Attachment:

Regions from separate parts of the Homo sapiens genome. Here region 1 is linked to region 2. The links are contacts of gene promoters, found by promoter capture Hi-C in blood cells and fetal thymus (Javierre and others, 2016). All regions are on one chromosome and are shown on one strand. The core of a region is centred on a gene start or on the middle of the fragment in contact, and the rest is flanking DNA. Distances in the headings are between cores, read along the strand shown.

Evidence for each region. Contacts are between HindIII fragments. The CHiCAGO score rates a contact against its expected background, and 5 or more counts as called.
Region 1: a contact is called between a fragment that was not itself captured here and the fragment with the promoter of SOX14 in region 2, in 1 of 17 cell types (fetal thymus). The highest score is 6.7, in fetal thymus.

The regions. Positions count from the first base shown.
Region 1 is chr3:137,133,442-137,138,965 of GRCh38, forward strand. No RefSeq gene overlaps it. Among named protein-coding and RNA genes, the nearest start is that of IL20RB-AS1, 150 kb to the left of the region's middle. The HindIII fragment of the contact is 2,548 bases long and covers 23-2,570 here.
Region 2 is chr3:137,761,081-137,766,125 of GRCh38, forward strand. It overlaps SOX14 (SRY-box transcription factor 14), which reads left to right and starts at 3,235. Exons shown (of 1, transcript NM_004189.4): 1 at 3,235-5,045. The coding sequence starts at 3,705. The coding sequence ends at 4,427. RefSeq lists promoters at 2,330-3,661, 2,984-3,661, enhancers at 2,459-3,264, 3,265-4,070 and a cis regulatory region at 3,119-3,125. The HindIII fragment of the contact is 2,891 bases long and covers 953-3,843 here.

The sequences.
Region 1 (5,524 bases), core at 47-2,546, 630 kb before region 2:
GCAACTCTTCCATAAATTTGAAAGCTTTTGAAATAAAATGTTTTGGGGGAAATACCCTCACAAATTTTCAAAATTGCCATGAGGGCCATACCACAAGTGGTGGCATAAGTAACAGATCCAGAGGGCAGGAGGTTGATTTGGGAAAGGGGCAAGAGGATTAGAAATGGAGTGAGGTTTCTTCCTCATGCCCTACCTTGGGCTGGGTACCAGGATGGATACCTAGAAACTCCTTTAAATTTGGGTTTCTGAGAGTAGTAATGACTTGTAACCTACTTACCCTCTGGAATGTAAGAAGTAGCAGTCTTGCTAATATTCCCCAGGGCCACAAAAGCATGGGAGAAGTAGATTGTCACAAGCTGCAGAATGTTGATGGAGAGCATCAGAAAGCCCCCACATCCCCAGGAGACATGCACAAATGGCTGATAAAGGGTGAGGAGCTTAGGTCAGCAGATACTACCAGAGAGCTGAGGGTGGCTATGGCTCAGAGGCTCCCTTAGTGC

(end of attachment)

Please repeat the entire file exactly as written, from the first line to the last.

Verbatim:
Regions from separate parts of the Homo sapiens genome. Here region 1 is linked to region 2. The links are contacts of gene promoters, found by promoter capture Hi-C in blood cells and fetal thymus (Javierre and others, 2016). All regions are on one chromosome and are shown on one strand. The core of a region is centred on a gene start or on the middle of the fragment in contact, and the rest is flanking DNA. Distances in the headings are between cores, read along the strand shown.

Evidence for each region. Contacts are between HindIII fragments. The CHiCAGO score rates a contact against its expected background, and 5 or more counts as called.
Region 1: a contact is called between a fragment that was not itself captured here and the fragment with the promoter of SOX14 in region 2, in 1 of 17 cell types (fetal thymus). The highest score is 6.7, in fetal thymus.

The regions. Positions count from the first base shown.
Region 1 is chr3:137,133,442-137,138,965 of GRCh38, forward strand. No RefSeq gene overlaps it. Among named protein-coding and RNA genes, the nearest start is that of IL20RB-AS1, 150 kb to the left of the region's middle. The HindIII fragment of the contact is 2,548 bases long and covers 23-2,570 here.
Region 2 is chr3:137,761,081-137,766,125 of GRCh38, forward strand. It overlaps SOX14 (SRY-box transcription factor 14), which reads left to right and starts at 3,235. Exons shown (of 1, transcript NM_004189.4): 1 at 3,235-5,045. The coding sequence starts at 3,705. The coding sequence ends at 4,427. RefSeq lists promoters at 2,330-3,661, 2,984-3,661, enhancers at 2,459-3,264, 3,265-4,070 and a cis regulatory region at 3,119-3,125. The HindIII fragment of the contact is 2,891 bases long and covers 953-3,843 here.

The sequences.
Region 1 (5,524 bases), core at 47-2,546, 630 kb before region 2:
GCAACTCTTCCATAAATTTGAAAGCTTTTGAAATAAAATGTTTTGGGGGAAATACCCTCACAAATTTTCAAAATTGCCATGAGGGCCATACCACAAGTGGTGGCATAAGTAACAGATCCAGAGGGCAGGAGGTTGATTTGGGAAAGGGGCAAGAGGATTAGAAATGGAGTGAGGTTTCTTCCTCATGCCCTACCTTGGGCTGGGTACCAGGATGGATACCTAGAAACTCCTTTAAATTTGGGTTTCTGAGAGTAGTAATGACTTGTAACCTACTTACCCTCTGGAATGTAAGAAGTAGCAGTCTTGCTAATATTCCCCAGGGCCACAAAAGCATGGGAGAAGTAGATTGTCACAAGCTGCAGAATGTTGATGGAGAGCATCAGAAAGCCCCCACATCCCCAGGAGACATGCACAAATGGCTGATAAAGGGTGAGGAGCTTAGGTCAGCAGATACTACCAGAGAGCTGAGGGTGGCTATGGCTCAGAGGCTCCCTTAGTGC